Sunday, 25 March 2007 - For University Students

So, I’m going to give a brief overview of the OpenOffice software – a free open source office suite for Linux, Windows and MacOSX. This review is aimed at University students.

I first used Open Office in the Linux room of the maths department of my university in my first year, and at the time, although it was adequate for reading and editing Word docs, I found it was underpowered compared to the MS office suite I had back at home. Unfortunately, I didn't know at the time that the software was months out of date.

Last week, I saw a news story on one of my RSS feeds about how open office is now supporting MS VBA – visual basic for applications, a language for writing macros, which I use most of the time I use Excel – and decided to give it another try. Unfortunately, I didn’t fancy the Novell branded version (a full ~500Mb ISO image), and didn’t want to compile my own. However, I was told by a friend that OOo has its own OOo Basic language, similar to VBA, and there are only a few additions to the new version to make it entirely compatible.

So, what does OOo consist of? You are provided with the standard office features – word processor, spreadsheet, presentation designer and database – along with a couple of extra bits (a math design mode, like MS Equation Editor, and a drawing program similar to Visio). Everything is saved in Open Document Format normally, but things can be saved in Microsoft or Lotus formats, PDF and even as LaTeX source.

So going back to my experience, I downloaded Open Office before creating a spreadsheet for some simple programming (calculating a collection of rational approximations to e) since my copy of MS Office is starting to play up these days (strange how we just accept the fact that as computers get older they start breaking, even if they’re exactly the same as before… That’s for another day though). I installed the software (a 93 Mb download for Windows – tiny really), and jumped straight into Calc – the Open Office spreadsheet.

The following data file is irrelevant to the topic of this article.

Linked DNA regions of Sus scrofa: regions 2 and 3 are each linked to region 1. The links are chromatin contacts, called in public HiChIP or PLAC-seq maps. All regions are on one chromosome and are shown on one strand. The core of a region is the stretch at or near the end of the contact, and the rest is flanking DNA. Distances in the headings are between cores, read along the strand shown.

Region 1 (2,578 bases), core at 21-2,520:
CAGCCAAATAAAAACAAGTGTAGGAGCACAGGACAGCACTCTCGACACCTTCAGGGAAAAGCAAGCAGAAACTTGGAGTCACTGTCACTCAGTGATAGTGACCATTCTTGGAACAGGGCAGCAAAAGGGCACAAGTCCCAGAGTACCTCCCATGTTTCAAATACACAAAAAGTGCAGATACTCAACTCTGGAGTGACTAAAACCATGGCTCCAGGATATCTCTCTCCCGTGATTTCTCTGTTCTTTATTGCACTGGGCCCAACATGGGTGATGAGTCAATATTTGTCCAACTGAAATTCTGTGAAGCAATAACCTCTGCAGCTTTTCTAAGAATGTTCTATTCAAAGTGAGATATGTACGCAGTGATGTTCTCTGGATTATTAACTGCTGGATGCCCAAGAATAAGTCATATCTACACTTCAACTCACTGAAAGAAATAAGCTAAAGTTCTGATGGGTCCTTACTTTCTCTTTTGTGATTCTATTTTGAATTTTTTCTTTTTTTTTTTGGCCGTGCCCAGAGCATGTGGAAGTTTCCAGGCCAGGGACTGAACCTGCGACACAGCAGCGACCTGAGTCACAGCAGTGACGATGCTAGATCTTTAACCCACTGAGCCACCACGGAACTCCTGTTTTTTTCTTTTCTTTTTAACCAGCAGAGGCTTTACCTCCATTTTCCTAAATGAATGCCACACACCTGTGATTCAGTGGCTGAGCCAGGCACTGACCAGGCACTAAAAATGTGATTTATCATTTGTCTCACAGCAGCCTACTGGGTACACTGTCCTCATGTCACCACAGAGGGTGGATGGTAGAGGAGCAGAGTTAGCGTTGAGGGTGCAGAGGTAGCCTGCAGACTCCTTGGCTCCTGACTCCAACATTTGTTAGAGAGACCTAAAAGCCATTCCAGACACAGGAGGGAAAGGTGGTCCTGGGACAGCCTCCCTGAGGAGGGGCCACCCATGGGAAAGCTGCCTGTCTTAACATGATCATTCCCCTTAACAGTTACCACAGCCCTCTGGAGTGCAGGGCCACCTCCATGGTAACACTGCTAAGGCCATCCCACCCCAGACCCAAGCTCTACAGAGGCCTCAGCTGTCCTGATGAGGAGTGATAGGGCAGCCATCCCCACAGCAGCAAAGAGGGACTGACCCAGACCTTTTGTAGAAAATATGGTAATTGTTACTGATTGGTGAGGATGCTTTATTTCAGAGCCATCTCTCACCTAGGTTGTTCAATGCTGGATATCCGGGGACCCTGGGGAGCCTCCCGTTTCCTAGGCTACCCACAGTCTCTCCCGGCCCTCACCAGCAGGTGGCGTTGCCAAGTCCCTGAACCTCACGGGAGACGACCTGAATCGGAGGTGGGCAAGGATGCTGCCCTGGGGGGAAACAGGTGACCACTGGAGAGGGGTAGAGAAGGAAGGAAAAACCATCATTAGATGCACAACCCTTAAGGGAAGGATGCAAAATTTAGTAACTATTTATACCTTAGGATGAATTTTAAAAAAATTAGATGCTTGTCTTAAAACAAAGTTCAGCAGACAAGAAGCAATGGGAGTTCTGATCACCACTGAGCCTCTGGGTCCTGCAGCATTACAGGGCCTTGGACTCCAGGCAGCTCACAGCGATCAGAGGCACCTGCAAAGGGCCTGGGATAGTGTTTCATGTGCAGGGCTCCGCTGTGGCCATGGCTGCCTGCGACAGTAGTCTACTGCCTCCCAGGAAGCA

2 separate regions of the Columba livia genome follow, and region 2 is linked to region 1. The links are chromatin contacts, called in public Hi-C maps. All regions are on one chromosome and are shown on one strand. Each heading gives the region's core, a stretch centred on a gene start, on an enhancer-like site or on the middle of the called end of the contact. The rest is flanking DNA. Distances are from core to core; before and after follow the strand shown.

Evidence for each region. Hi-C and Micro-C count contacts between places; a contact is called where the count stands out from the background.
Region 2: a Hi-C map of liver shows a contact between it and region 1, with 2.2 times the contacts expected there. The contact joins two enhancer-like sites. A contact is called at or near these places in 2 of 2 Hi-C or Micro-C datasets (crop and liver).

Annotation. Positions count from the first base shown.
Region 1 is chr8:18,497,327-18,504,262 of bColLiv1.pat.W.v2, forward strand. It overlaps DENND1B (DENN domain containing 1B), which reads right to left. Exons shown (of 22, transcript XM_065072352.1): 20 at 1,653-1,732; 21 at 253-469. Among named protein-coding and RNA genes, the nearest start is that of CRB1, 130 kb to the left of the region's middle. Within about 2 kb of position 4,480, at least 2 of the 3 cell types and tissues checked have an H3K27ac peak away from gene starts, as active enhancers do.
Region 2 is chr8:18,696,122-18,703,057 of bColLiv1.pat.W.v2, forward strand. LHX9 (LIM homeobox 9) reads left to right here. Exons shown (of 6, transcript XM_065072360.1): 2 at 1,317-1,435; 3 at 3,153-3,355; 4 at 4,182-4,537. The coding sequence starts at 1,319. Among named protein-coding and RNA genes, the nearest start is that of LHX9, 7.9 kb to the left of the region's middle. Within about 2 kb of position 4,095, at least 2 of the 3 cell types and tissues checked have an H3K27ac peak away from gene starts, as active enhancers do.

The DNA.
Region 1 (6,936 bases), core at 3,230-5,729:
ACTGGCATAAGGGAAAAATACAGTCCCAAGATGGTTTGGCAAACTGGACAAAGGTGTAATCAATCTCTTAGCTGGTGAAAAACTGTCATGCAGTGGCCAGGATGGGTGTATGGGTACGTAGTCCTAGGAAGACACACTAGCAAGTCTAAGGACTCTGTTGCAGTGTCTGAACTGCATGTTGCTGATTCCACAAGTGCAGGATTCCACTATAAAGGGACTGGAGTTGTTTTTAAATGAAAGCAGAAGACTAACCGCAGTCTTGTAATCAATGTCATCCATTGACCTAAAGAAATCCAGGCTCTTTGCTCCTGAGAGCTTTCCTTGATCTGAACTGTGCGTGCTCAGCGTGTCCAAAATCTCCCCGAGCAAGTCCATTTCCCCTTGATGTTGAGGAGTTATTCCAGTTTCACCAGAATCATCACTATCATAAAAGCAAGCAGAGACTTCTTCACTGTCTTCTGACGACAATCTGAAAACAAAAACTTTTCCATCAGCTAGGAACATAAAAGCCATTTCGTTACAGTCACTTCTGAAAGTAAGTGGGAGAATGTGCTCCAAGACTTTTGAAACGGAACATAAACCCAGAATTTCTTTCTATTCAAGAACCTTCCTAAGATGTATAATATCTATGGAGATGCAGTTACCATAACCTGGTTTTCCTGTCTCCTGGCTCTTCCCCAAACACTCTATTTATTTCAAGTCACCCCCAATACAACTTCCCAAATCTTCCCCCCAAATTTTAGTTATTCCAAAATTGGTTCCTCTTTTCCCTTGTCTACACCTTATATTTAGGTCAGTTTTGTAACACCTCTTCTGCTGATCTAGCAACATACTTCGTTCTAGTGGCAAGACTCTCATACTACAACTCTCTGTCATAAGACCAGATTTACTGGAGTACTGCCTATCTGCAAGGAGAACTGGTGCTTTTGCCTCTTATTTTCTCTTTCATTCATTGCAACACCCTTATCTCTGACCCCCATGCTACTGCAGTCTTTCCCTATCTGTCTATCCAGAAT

Moving around Calc felt immediately familiar, with all control buttons in a similar place to in MS Excel. Going straight to the Tools menu, I found the Macros… option, and chose to organise my macros in the Open Office BASIC window. Finding where to put my macro wasn’t immediately obvious – the layout is slightly different to in Excel – but was really obvious enough. Most everything in OOoB is the same as VBA, however there are a few significant differences. You cannot just call “Cells(x,y)” to read or write, you have to perform a rather longer set of commands. Bear in mind, however, that OOoB can be used in any of the Office tools, not just calc. Writing my macro was as easy as in VBA really, and the Help menu is decent (better PDF documentation is available from the OOo website). One issue I did have was pressing the play button in the IDE to run the macro didn’t work, but this turned out to be my fault for not reading the documentation – I simply needed to save somewhere else or run from Calc instead. Finally, on macros, OOo also appears to support Python and something else – unfortunately this is not really my area so I can’t go any futher on that.

So, what about the rest of Calc? Well, it seems to provide all the usability of Excel and then some, from all the in-cell functions to being able to create simple commands with words (eg “profits – losses” given correct titles – this is like Excel for Dummies). Obviously, these for Dummies-esque bits do not really get in the way of everything else, and can be switched off in a jiffy.

The 2 random bits – Math and Draw – work well at what they do, creating Math equations (albeit not with quite as easy to use a GUI as equation editor, although a lot quicker) or creating Hierachical diagrams or even logos quite easily. I have to say though, I will not be using these a lot – if I need to write maths I use LaTeX, if I need to draw things, I’ll use the GIMP.

Writer (the word processor) is powerful and fast, with everything you could need (like mail merge and autocorrect) and some stuff most people would never touch (Python Macros anyone?). It’s a similar story with Impress (Powerpoint) and Base (Access). In fact, being like MS Office and then some seems to be a recurring theme throughout OOo, and with the ability to export to PDF being a big draw to many people (given that the only other way would be through Adobe Acrobat Standard, costing extra money over MS Office), I really feel this is something which could potentially replace MS Office in the home and workplace.

So, in conclusion:


No comments: